European ships, Native canoes
The numerous ships shown here communicate a sense of European power and wealth. Native people made enormous contributions and sacrifices to lay the foundation for colonial markets—and America itself. Yet this history is not always told. The small canoes were also vital to trade: they made it possible to access trade items found much further inland.
Women in the background
These Lenape women are shown as subservient and only engaged in physical labor—and they would not have been dressed this way. In reality, women in Lenape society, both in the past and today, hold leadership roles, are knowledge keepers and help maintain cultural continuity. The female sachem (leader) Mamanuchqua was active in treaty negotiations during the mid-1600s.
Windmills are closely associated with Holland, and by including one in the scene, the designers wanted viewers to focus on the Dutch. The first windmills were used as lumber mills. Timber was important to the Lenape as well. Indeed, in the Munsee language, “Manhattan” means “the place where we get bows,” after hickory trees on the island with wood well-suited for making bows.
There are very few women shown in the scene, and others are missing as well. In 1660, Manhattan was home to immigrants from Holland, as well as France, England and other European countries. Jewish immigrants arrived from Brazil and elsewhere; enslaved and free Africans also lived in New Amsterdam.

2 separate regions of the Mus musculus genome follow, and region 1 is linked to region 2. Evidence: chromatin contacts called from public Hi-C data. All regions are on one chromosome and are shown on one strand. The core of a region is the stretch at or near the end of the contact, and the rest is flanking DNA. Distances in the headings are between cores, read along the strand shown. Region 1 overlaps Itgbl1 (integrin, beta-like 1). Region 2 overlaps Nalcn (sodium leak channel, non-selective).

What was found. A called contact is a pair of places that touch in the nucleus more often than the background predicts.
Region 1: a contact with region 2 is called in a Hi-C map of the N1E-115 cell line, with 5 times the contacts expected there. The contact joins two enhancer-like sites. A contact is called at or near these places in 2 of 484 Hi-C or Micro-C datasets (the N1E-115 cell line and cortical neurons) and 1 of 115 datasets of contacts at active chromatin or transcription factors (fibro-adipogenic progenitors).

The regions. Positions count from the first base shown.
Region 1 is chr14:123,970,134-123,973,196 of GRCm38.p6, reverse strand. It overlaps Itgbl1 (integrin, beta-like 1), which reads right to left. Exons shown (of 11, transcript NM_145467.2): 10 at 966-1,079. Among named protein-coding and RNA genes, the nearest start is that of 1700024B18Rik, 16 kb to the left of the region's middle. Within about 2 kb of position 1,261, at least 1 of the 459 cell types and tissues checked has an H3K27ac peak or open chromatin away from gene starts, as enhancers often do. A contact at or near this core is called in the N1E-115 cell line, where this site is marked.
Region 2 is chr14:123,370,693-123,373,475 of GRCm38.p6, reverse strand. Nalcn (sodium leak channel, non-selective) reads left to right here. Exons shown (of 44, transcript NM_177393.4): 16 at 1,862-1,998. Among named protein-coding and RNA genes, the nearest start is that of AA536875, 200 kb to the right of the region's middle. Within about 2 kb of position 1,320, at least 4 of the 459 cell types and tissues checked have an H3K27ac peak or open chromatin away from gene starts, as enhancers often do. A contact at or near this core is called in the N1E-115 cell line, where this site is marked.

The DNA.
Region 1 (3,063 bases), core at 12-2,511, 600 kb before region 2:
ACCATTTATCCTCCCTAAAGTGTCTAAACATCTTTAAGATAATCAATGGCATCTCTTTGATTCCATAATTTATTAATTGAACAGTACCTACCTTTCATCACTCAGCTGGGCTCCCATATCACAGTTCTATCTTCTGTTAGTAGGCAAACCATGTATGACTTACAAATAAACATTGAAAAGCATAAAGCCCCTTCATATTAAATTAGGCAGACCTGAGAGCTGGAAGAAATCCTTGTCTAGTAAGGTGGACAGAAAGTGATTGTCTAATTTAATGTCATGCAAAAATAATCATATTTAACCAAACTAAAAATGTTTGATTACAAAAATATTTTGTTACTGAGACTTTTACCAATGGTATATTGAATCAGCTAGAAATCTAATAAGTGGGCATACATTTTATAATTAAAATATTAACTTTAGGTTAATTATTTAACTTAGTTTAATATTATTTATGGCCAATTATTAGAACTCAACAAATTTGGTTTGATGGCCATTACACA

The Lenape would have dressed up for an important meeting. But here they are wearing very little clothing—a clichéd way to show Native people. In reality, these diplomats would have worn fine fur robes with adornments signifying their important role as leaders. The faces of the Lenape men appear almost the same, as though they had no individual identities.
Oratamin, sachem and diplomat
The original diorama label identified Stuyvesant but not Oratamin, a sachem (leader) of the Hackensack, a Munsee branch of the Lenape. Oratamin was a respected diplomat who conducted complex negotiations between Native groups and the Dutch newcomers. This scene does not show a true negotiation but rather subjects bringing tribute to a ruler.
The casual presentation of this wampum belt, made from white and purple mollusk shells, does not fully capture the significance of wampum to the Lenape. The designs and colors of wampum belts have meaning, and record treaties, laws, important traditions and significant moments in history. Many Native nations throughout the Northeast used wampum
Colonialism and cultural representation
The American Museum of Natural History and all of New York City are on original Lenape territory. In an effort to acknowledge the ongoing impact of colonialism, as well as the urgent need to reconceive how diverse peoples and cultures are represented in the Museum, we have undertaken a series of initiatives in our cultural halls. These initiatives, including re-examination of this diorama, will add a diversity of voices and perspectives to the Museum’s displays.
Old New York Diorama
Part of Theodore Roosevelt Memorial.